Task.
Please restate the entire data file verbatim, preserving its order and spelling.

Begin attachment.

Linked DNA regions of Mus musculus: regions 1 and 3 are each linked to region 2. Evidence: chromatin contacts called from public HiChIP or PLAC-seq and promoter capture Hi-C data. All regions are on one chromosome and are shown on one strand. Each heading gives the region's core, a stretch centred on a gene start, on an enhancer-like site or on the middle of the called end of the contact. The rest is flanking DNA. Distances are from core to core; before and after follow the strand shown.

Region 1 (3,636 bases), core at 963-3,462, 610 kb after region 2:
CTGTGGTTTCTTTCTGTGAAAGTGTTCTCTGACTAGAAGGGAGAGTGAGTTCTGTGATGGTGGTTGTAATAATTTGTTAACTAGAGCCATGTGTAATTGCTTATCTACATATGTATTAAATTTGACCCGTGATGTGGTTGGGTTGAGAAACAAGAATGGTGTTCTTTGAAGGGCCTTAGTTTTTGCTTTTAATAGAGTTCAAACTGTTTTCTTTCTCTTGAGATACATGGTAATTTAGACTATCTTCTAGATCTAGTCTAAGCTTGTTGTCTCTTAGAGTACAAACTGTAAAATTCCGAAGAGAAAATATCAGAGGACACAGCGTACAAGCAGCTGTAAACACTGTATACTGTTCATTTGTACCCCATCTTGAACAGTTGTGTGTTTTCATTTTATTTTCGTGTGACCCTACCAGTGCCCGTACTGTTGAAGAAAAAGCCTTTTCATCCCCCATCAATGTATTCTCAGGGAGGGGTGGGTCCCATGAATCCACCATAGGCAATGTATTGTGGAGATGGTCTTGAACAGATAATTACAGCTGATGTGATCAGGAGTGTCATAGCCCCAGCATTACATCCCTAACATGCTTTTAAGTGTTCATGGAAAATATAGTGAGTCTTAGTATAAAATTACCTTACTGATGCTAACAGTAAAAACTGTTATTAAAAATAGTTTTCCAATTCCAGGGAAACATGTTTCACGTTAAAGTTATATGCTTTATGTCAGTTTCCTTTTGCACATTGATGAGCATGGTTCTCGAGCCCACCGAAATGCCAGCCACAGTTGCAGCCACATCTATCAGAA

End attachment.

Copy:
Linked DNA regions of Mus musculus: regions 1 and 3 are each linked to region 2. Evidence: chromatin contacts called from public HiChIP or PLAC-seq and promoter capture Hi-C data. All regions are on one chromosome and are shown on one strand. Each heading gives the region's core, a stretch centred on a gene start, on an enhancer-like site or on the middle of the called end of the contact. The rest is flanking DNA. Distances are from core to core; before and after follow the strand shown.

Region 1 (3,636 bases), core at 963-3,462, 610 kb after region 2:
CTGTGGTTTCTTTCTGTGAAAGTGTTCTCTGACTAGAAGGGAGAGTGAGTTCTGTGATGGTGGTTGTAATAATTTGTTAACTAGAGCCATGTGTAATTGCTTATCTACATATGTATTAAATTTGACCCGTGATGTGGTTGGGTTGAGAAACAAGAATGGTGTTCTTTGAAGGGCCTTAGTTTTTGCTTTTAATAGAGTTCAAACTGTTTTCTTTCTCTTGAGATACATGGTAATTTAGACTATCTTCTAGATCTAGTCTAAGCTTGTTGTCTCTTAGAGTACAAACTGTAAAATTCCGAAGAGAAAATATCAGAGGACACAGCGTACAAGCAGCTGTAAACACTGTATACTGTTCATTTGTACCCCATCTTGAACAGTTGTGTGTTTTCATTTTATTTTCGTGTGACCCTACCAGTGCCCGTACTGTTGAAGAAAAAGCCTTTTCATCCCCCATCAATGTATTCTCAGGGAGGGGTGGGTCCCATGAATCCACCATAGGCAATGTATTGTGGAGATGGTCTTGAACAGATAATTACAGCTGATGTGATCAGGAGTGTCATAGCCCCAGCATTACATCCCTAACATGCTTTTAAGTGTTCATGGAAAATATAGTGAGTCTTAGTATAAAATTACCTTACTGATGCTAACAGTAAAAACTGTTATTAAAAATAGTTTTCCAATTCCAGGGAAACATGTTTCACGTTAAAGTTATATGCTTTATGTCAGTTTCCTTTTGCACATTGATGAGCATGGTTCTCGAGCCCACCGAAATGCCAGCCACAGTTGCAGCCACATCTATCAGAA